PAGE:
FAU’s Mission Green opens their new on campus garden

Alejandra Parada

Students are invited to get involved in the community gardens which currently consists of empty plots. Photo by Christine Capozziello.

As the new year begins, and resolutions on getting healthier begin, Mission Green has finally opened their new garden.

FAU students, faculty and the Henderson middle school were invited to participate in MGSA’s garden grand opening on Friday, Jan. 20. The garden consists of 4×8 beds and is located at the greenhouse, next to the T-building and behind PBSC. Anyone can sign up and plant vegetables, fruits and other plants.

The planting started that same day. “There are eight beds with at least two to three people per bed, and two more beds are available for anyone who is interested,” MGSA President Kelsey said. “If there are more people expressing the need for planting that will initiate approval for gardening more beds”.

Mission Green had a budget of $2,200 and most of the materials were brought in from Home Depot. The plants are all organic, and the soil was generated by The Urban Farmer, south Florida’s leading resource for supplying local community gardens and farmers. MGSA planted a mango tree, and a trendy Florida restaurant plant called the miracle fruit plant which changes your enzymes.

Crane said this project was a group effort. “This wouldn’t be possible without the help of Mission Green board members, the volunteer center on campus, the approval from Florida Atlantic’s president, SAVI, SGA, Farmer Jay and the MG advisor Jill Rosen.”

Like many of the MGSA board member, Sarah Huang was gardening for the first time. “I love the environment and studying it,” said Huang. “And as soon as I saw it at club rush I knew I wanted to jump in.” Huang loved the idea of growing her own organic food instead of going out to the store and buying it.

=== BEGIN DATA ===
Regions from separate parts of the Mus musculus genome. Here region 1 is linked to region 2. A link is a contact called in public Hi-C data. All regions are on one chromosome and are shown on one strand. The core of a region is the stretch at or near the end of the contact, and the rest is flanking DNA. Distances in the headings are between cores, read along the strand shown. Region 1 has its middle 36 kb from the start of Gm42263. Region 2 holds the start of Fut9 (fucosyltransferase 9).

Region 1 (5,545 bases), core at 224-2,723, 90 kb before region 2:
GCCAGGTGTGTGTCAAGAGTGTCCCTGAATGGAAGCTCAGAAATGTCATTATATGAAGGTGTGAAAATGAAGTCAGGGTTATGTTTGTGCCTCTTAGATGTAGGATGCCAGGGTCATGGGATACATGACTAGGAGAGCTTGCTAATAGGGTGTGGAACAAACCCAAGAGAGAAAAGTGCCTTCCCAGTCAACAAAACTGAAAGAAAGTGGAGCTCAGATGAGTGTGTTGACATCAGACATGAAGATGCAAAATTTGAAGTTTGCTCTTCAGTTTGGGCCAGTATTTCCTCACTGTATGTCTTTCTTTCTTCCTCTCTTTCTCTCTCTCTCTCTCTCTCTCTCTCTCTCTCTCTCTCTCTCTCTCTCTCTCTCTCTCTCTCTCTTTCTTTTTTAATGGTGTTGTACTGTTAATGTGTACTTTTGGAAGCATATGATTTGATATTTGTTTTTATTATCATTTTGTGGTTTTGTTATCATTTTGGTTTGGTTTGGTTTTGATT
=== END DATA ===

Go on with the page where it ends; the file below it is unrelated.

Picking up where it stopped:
“Mission Green would like to have monthly workshops in our garden to involve everyone at FAU,” said Crane. She plans to invite local farmers, and gardening organizations to provide insight on gardening basics.

In addition, Mission Green invited Farmer Jay who talked about his gardening methods. “I am currently researching different techniques to explore different ways of gardening and I would like to extend myself and work with FAU.” According to Farmer Jay he has seen many schools switch to organic style food.

With this in mind Crane plans to turn this garden into a mini forest at FAU.  “I would love to mimic the natural forest design that Florida Gulf Coast University has is a permaculture technique and resembles an actual forest.”

By having their own forest, MG will also be providing food for Boca Helping Hands, a food and assistant program, as they have weekly soup kitchens.

Kelsey Crane, president of Mission Green, and Vice President Johnny Yuen, cut the ribbon at the grand opening ceremony for the new community gardens on Jan. 20. Photo by Christine Capozziello.

MGSA took the real food challenge principal in mind when constructing the garden. This challenge promotes the sustainability of ‘real’ food throughout high schools and college campuses nation wide. “I would love to see good healthy foods for students by the students,” said Crane.

As the ribbon was cut for the gardens grand opening, advisor Jill Rosen said, “This is absolutely the perfect area to start this event and we have a vision of how this can grow to be, this is going to start out small, but its up to you guys as students to see how far this thing can literally grow.”

If you have a green thumb or not, but would love to start planting your own organic food visit Mission Green’s garden sign up page at www.fau.edu/mgsa/garden.